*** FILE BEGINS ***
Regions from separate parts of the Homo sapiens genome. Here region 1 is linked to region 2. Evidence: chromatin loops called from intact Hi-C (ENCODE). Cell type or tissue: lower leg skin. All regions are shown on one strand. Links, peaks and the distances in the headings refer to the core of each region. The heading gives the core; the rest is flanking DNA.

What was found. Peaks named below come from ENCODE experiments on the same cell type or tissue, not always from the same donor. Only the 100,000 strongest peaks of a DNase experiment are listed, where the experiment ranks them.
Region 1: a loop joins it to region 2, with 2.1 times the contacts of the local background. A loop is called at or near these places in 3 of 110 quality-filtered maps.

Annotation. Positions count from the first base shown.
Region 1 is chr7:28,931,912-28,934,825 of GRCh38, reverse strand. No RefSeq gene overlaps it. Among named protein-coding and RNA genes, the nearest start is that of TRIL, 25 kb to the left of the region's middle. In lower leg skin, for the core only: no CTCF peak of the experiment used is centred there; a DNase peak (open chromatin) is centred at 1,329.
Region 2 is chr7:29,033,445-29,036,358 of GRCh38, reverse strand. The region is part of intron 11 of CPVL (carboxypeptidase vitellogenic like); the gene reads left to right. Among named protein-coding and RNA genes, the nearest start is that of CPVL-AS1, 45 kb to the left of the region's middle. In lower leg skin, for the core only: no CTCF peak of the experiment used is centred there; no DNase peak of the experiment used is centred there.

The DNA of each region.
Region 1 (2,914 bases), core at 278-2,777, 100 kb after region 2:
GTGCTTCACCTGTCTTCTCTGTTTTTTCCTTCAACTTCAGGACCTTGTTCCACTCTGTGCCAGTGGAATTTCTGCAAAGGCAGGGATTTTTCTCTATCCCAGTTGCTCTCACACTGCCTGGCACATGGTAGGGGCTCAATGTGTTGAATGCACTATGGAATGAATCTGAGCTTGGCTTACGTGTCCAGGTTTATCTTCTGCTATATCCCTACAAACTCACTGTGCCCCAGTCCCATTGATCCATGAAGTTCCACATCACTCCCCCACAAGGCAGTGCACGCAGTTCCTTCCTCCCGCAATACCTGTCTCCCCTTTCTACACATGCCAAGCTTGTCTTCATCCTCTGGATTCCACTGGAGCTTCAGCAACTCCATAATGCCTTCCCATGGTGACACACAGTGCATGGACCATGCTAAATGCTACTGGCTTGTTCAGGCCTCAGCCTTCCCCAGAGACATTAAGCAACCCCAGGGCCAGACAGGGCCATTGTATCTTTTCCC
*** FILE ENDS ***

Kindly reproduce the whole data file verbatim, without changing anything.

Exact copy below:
Regions from separate parts of the Homo sapiens genome. Here region 1 is linked to region 2. Evidence: chromatin loops called from intact Hi-C (ENCODE). Cell type or tissue: lower leg skin. All regions are shown on one strand. Links, peaks and the distances in the headings refer to the core of each region. The heading gives the core; the rest is flanking DNA.

What was found. Peaks named below come from ENCODE experiments on the same cell type or tissue, not always from the same donor. Only the 100,000 strongest peaks of a DNase experiment are listed, where the experiment ranks them.
Region 1: a loop joins it to region 2, with 2.1 times the contacts of the local background. A loop is called at or near these places in 3 of 110 quality-filtered maps.

Annotation. Positions count from the first base shown.
Region 1 is chr7:28,931,912-28,934,825 of GRCh38, reverse strand. No RefSeq gene overlaps it. Among named protein-coding and RNA genes, the nearest start is that of TRIL, 25 kb to the left of the region's middle. In lower leg skin, for the core only: no CTCF peak of the experiment used is centred there; a DNase peak (open chromatin) is centred at 1,329.
Region 2 is chr7:29,033,445-29,036,358 of GRCh38, reverse strand. The region is part of intron 11 of CPVL (carboxypeptidase vitellogenic like); the gene reads left to right. Among named protein-coding and RNA genes, the nearest start is that of CPVL-AS1, 45 kb to the left of the region's middle. In lower leg skin, for the core only: no CTCF peak of the experiment used is centred there; no DNase peak of the experiment used is centred there.

The DNA of each region.
Region 1 (2,914 bases), core at 278-2,777, 100 kb after region 2:
GTGCTTCACCTGTCTTCTCTGTTTTTTCCTTCAACTTCAGGACCTTGTTCCACTCTGTGCCAGTGGAATTTCTGCAAAGGCAGGGATTTTTCTCTATCCCAGTTGCTCTCACACTGCCTGGCACATGGTAGGGGCTCAATGTGTTGAATGCACTATGGAATGAATCTGAGCTTGGCTTACGTGTCCAGGTTTATCTTCTGCTATATCCCTACAAACTCACTGTGCCCCAGTCCCATTGATCCATGAAGTTCCACATCACTCCCCCACAAGGCAGTGCACGCAGTTCCTTCCTCCCGCAATACCTGTCTCCCCTTTCTACACATGCCAAGCTTGTCTTCATCCTCTGGATTCCACTGGAGCTTCAGCAACTCCATAATGCCTTCCCATGGTGACACACAGTGCATGGACCATGCTAAATGCTACTGGCTTGTTCAGGCCTCAGCCTTCCCCAGAGACATTAAGCAACCCCAGGGCCAGACAGGGCCATTGTATCTTTTCCC